After more than a decade of planning revisions and rows, Derwent Group has appointed Caddick Construction to create the £100m retail and leisure destination on Edge Lane, which will be known as Liverpool Shopping Park.
Liverpool Shopping Park will total 727,000 sq ft of mixed-use commercial development and comprise 41 retail units, parking for 1,500 cars and a significant leisure offer. The park’s development met with resistance for many years as the city council feared it could damage trade in the city centre and especially Grosvenor’s Liverpool One, which opened in 2008. A deal was announced between council leader Joe Anderson and Derwent boss the late Albert Gubay in 2012.
Derwent’s site spans the current Edge Lane Retail Park as well as the site located across the junction of Rathbone Road and Edge Lane, which is home to Subway and the former Blockbuster store.
The first phase will be 92,500 sq ft of retail space known as the Western Quarter. This includes an anchor tenant unit fronting on to Edge Lane and the first leg of a distinctive horseshoe-shaped run of retail units. The architect for the scheme is AEW Architects.
Work also includes new industrial and trade counter units on Rathbone Road and the construction of two new large retail units on the former Blockbuster site.
Mayor of Liverpool Joe Anderson, said: “This is a key gateway route into Liverpool and is the first glimpse that new visitors get when they come to Liverpool for the first time. I have worked closely with the Derwent Group to support them to come up with an exciting scheme that will be a top quality shopping and leisure destination and deliver many new jobs.
“Liverpool Shopping Park will breathe new life into this part of the city, and it complements the other major regeneration schemes happening in the area including new housing, the film and TV studios at the former Littlewoods Building and the new Royal Liverpool University Hospital.
David Lyons, managing director of the Derwent Group said: “This is a transformative project and the final piece of Liverpool’s retail puzzle. Liverpool Shopping Park will bring branded fashion retailers, restaurants and leisure operators together in an out-of-town location, complete with plenty of free parking and great access in and out of the city.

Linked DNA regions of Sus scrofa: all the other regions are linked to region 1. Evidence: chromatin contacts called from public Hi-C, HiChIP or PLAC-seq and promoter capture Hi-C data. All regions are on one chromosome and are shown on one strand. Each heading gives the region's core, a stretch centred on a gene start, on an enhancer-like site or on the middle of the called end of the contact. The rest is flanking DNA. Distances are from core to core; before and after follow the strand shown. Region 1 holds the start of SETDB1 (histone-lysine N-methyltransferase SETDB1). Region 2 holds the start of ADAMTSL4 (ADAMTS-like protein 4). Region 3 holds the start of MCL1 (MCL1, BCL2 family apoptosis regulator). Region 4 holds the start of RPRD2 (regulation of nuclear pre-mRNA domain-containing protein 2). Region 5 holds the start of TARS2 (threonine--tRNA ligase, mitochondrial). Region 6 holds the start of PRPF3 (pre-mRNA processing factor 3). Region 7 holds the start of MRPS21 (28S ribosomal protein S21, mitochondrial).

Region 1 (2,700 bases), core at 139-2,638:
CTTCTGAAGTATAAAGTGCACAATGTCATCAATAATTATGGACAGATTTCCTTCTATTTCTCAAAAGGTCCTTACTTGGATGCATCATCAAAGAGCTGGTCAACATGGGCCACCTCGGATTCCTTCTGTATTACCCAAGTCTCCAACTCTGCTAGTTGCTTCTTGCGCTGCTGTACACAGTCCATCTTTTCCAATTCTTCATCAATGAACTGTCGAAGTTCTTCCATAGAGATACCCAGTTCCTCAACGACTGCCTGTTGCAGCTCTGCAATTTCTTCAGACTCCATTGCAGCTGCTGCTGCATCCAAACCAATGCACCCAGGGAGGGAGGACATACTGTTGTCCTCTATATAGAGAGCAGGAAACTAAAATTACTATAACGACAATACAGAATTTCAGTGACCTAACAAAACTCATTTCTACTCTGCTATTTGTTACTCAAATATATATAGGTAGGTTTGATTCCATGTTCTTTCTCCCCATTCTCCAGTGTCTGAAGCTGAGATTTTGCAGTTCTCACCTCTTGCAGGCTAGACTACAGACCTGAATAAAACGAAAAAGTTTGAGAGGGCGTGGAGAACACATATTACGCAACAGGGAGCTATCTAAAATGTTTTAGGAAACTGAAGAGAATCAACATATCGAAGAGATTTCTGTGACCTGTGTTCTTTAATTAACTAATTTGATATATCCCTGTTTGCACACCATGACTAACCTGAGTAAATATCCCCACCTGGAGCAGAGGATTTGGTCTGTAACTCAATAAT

“This is a sizeable and strategic £100m investment for the Derwent Group and it will deliver much needed regeneration and jobs in this part of the city. It’s taken some time to get this project on the table but everything is now in place for work to begin in earnest in April. We are delighted to be working with Caddick Construction again.”
Andrew Murray, managing director of Caddick Construction said: “We have been working with the Derwent Group for the last 14 years and have delivered projects worth £84m across their portfolio. This is our newest and most high profile project to date. This is a very diverse build and one that will deliver real transformative benefits to this part of Liverpool.”
- Under the Local Government Act 1986, announcements about new or controversial government initiatives during election campaigns are not allowed as they might unfairly influence voters at the expense of other candidates. This period of media shutdown by incumbent political leaders is known as purdah. Mayor Anderson said: “Mr Unger, the picture taken four weeks ago by the Company [Derwent, which issued the press release] is for them to decide when and if they use not mine. The same goes for the quotes, Mr Unger.” Leaders of Warrington and Oldham Councils, where there also elections tomorrow, shied away from publicity in the past week over planning approvals for Time Square and Prince’s Gate respectively. No press releases were issued either by the local authority or through development partners on the matters.